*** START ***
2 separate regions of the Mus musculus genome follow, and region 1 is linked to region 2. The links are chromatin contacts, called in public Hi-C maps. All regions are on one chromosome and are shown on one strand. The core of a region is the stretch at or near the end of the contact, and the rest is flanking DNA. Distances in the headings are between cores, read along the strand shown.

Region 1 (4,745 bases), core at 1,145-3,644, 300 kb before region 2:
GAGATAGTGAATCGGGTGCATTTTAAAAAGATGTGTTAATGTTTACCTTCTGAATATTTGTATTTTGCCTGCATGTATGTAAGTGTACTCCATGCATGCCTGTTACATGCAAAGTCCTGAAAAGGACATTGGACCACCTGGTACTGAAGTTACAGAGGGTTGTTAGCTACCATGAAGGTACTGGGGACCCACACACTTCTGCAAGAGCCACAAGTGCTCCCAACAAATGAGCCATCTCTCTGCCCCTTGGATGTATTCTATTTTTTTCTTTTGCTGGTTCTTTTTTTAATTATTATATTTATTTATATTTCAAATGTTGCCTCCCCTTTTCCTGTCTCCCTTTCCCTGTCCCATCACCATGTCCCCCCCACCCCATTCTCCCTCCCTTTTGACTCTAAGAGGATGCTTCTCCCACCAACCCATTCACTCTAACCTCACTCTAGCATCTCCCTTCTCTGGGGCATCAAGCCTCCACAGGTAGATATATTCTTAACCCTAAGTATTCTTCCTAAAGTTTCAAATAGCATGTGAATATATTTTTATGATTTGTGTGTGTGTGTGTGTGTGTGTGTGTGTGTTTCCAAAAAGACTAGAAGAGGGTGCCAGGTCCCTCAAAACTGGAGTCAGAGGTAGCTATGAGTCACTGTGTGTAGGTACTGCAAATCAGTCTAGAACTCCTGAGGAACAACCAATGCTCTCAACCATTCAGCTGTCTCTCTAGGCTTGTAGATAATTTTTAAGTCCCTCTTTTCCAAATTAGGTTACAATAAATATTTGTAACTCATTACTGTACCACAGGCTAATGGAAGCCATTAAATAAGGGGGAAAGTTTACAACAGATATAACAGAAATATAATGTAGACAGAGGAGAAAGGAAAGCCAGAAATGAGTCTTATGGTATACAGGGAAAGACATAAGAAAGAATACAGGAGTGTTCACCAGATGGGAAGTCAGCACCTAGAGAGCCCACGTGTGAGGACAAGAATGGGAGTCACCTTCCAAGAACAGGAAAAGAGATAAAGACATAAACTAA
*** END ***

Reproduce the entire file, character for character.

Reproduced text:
2 separate regions of the Mus musculus genome follow, and region 1 is linked to region 2. The links are chromatin contacts, called in public Hi-C maps. All regions are on one chromosome and are shown on one strand. The core of a region is the stretch at or near the end of the contact, and the rest is flanking DNA. Distances in the headings are between cores, read along the strand shown.

Region 1 (4,745 bases), core at 1,145-3,644, 300 kb before region 2:
GAGATAGTGAATCGGGTGCATTTTAAAAAGATGTGTTAATGTTTACCTTCTGAATATTTGTATTTTGCCTGCATGTATGTAAGTGTACTCCATGCATGCCTGTTACATGCAAAGTCCTGAAAAGGACATTGGACCACCTGGTACTGAAGTTACAGAGGGTTGTTAGCTACCATGAAGGTACTGGGGACCCACACACTTCTGCAAGAGCCACAAGTGCTCCCAACAAATGAGCCATCTCTCTGCCCCTTGGATGTATTCTATTTTTTTCTTTTGCTGGTTCTTTTTTTAATTATTATATTTATTTATATTTCAAATGTTGCCTCCCCTTTTCCTGTCTCCCTTTCCCTGTCCCATCACCATGTCCCCCCCACCCCATTCTCCCTCCCTTTTGACTCTAAGAGGATGCTTCTCCCACCAACCCATTCACTCTAACCTCACTCTAGCATCTCCCTTCTCTGGGGCATCAAGCCTCCACAGGTAGATATATTCTTAACCCTAAGTATTCTTCCTAAAGTTTCAAATAGCATGTGAATATATTTTTATGATTTGTGTGTGTGTGTGTGTGTGTGTGTGTGTGTTTCCAAAAAGACTAGAAGAGGGTGCCAGGTCCCTCAAAACTGGAGTCAGAGGTAGCTATGAGTCACTGTGTGTAGGTACTGCAAATCAGTCTAGAACTCCTGAGGAACAACCAATGCTCTCAACCATTCAGCTGTCTCTCTAGGCTTGTAGATAATTTTTAAGTCCCTCTTTTCCAAATTAGGTTACAATAAATATTTGTAACTCATTACTGTACCACAGGCTAATGGAAGCCATTAAATAAGGGGGAAAGTTTACAACAGATATAACAGAAATATAATGTAGACAGAGGAGAAAGGAAAGCCAGAAATGAGTCTTATGGTATACAGGGAAAGACATAAGAAAGAATACAGGAGTGTTCACCAGATGGGAAGTCAGCACCTAGAGAGCCCACGTGTGAGGACAAGAATGGGAGTCACCTTCCAAGAACAGGAAAAGAGATAAAGACATAAACTAA